Cultured Magazine

Fall 2015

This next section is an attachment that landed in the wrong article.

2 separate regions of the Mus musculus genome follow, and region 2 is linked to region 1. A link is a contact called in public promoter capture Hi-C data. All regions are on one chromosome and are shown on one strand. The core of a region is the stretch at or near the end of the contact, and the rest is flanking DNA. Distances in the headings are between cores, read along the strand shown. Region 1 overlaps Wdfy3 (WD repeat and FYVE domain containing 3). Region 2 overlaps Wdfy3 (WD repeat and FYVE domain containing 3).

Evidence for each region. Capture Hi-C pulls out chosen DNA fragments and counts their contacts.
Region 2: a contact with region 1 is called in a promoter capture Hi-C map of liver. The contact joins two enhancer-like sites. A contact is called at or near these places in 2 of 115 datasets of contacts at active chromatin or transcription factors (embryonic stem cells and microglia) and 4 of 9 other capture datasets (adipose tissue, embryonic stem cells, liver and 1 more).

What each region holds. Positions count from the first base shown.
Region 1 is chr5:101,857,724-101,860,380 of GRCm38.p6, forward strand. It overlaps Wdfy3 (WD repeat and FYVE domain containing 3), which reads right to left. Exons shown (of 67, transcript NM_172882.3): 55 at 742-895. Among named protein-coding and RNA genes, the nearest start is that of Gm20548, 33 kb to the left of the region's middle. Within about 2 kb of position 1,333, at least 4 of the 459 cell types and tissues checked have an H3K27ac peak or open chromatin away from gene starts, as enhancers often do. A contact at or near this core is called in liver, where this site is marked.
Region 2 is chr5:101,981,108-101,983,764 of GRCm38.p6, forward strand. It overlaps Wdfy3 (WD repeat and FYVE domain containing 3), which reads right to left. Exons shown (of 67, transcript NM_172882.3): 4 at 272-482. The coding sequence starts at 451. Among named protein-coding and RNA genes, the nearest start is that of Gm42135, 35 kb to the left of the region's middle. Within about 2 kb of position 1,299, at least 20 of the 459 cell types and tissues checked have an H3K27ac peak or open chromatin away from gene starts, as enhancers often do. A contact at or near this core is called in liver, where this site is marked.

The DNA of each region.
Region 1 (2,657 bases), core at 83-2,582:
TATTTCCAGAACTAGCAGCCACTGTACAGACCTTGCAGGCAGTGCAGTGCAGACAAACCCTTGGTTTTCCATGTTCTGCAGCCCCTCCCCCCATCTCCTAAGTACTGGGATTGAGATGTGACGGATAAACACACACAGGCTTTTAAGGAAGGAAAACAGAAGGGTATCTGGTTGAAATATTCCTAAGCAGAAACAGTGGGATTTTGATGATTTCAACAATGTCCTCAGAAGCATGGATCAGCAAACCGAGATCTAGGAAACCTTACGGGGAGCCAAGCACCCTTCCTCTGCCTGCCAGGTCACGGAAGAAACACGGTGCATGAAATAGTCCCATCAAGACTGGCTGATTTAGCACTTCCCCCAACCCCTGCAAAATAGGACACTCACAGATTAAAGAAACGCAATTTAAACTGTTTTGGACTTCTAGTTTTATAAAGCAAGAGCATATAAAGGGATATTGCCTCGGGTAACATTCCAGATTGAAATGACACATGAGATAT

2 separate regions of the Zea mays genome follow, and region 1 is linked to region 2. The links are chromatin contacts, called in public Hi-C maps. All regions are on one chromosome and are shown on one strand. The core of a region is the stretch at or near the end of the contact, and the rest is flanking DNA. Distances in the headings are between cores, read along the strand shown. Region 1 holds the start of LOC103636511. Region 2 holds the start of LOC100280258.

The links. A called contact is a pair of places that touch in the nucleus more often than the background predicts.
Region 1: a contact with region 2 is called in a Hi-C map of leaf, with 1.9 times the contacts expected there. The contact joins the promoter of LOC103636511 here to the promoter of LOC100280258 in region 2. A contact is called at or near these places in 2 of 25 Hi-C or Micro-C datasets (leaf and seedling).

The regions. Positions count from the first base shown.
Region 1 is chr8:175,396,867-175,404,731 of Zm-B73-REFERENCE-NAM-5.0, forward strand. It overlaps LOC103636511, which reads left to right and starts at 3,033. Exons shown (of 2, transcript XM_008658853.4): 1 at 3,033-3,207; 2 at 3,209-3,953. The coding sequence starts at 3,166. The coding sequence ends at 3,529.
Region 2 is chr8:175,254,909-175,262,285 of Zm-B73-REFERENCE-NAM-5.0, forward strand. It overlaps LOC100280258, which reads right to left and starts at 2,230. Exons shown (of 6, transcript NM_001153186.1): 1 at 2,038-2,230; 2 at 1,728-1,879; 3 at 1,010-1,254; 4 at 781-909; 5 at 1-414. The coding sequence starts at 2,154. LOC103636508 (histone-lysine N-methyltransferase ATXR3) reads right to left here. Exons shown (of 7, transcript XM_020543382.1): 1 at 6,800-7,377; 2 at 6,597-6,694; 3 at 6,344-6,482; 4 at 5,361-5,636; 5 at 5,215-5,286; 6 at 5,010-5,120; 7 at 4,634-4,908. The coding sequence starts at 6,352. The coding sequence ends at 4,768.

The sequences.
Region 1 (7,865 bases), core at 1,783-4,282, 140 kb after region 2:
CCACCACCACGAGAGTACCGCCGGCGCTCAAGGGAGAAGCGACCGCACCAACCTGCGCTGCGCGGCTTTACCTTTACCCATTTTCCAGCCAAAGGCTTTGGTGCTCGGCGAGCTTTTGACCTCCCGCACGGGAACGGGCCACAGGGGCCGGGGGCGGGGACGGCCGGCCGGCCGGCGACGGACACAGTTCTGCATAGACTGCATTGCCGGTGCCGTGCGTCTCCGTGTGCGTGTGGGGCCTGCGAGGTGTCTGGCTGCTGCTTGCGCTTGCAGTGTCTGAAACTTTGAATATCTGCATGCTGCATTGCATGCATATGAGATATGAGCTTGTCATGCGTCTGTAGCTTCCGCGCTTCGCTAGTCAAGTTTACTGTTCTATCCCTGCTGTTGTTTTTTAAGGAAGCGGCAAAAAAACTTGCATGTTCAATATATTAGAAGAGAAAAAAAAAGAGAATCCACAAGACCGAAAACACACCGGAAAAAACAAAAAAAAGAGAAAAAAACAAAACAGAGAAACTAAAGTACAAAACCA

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142 CULTURED UNDERTHE INFLUENCE At his multifaceted design practice, weaves together disparate personalities to form a singular vision. BY RON BROADHURST "My practice is not celebrity-driven. There are some well-known artists, but my clients' privacy is extremely important to me." — L ooking over Billy Cotton's oeuvre—which spans interior, furniture, lighting and product design—it's not surprising to learn that he was heavily influenced by his Northeastern upbringing. "I was raised in the Kennedy's New England with a certain portrait of what being American means, and as much as I try to distance myself from my work, it is deeply personal," he says. His upbringing is revealed in the distinct personalities of his product lines and interior design: an all-American sunniness in his tableware, severe European high modernism in furniture he developed as a student at Pratt Institute and a looser, Bohemian character that emerges in his interior design. "All three categories reflect important touchstones in my inspiration. They all reflect this idea, that as humans we are all collections of different parts of our lives. And thus our homes should mirror this complexity or alternatively be a respite from it," says Cotton, who refers to his own home in Manhattan as "a white cube." Cotton regards his recent project for artist Cindy Sherman and their collaboration as a seminal point in his career. "It included the restoration and rebuilding of the original farmhouse, the ground-up construction of the pool and garden complex, and the construction of her studio," a program that introduced architecture into Cotton's repertoire. "I would say the end result is the reflection of her taste, which is at times challenging, at times beautiful." Regarding clients, Cotton is scrupulously discreet. "My practice is not celebrity driven. There are some well-known artists, but my clients' privacy is extremely important to me," he says. "If I could spend the rest of my life just making work, I would without recognition." He's also quick to credit the support of clients and early adopters who have contributed to his success, including Sherman and Nicholas Manville, at the time vice president of home at Bergdorf Goodman, who brought his tabletop collection to the New York institution "and persuaded me to put my name on it." Furniture dealer Charlie Ferrer was also a seminal figure in Cotton's development. "Billy had done a lot of custom furniture, but he hadn't really refined it," says Ferrer. Pointing to an early credenza he designed, Cotton says, "Charlie allowed me to make it in the way that I wanted, with a veneer that was inspired by Biedermeier and classical elements." From the perspective of that awakening, Cotton says his next objective is to further integrate his practice's multiple personalities. And looking at his wholesomely curvaceous blue glass goblets, the minimalist glamour of his Stick Pick Up chandeliers, and his sumptuous interiors, one can sense that a new American master of design is on the horizon. The designer's Elements dining table, 2013 PHOTO COURTESY OF BILLY COTTON

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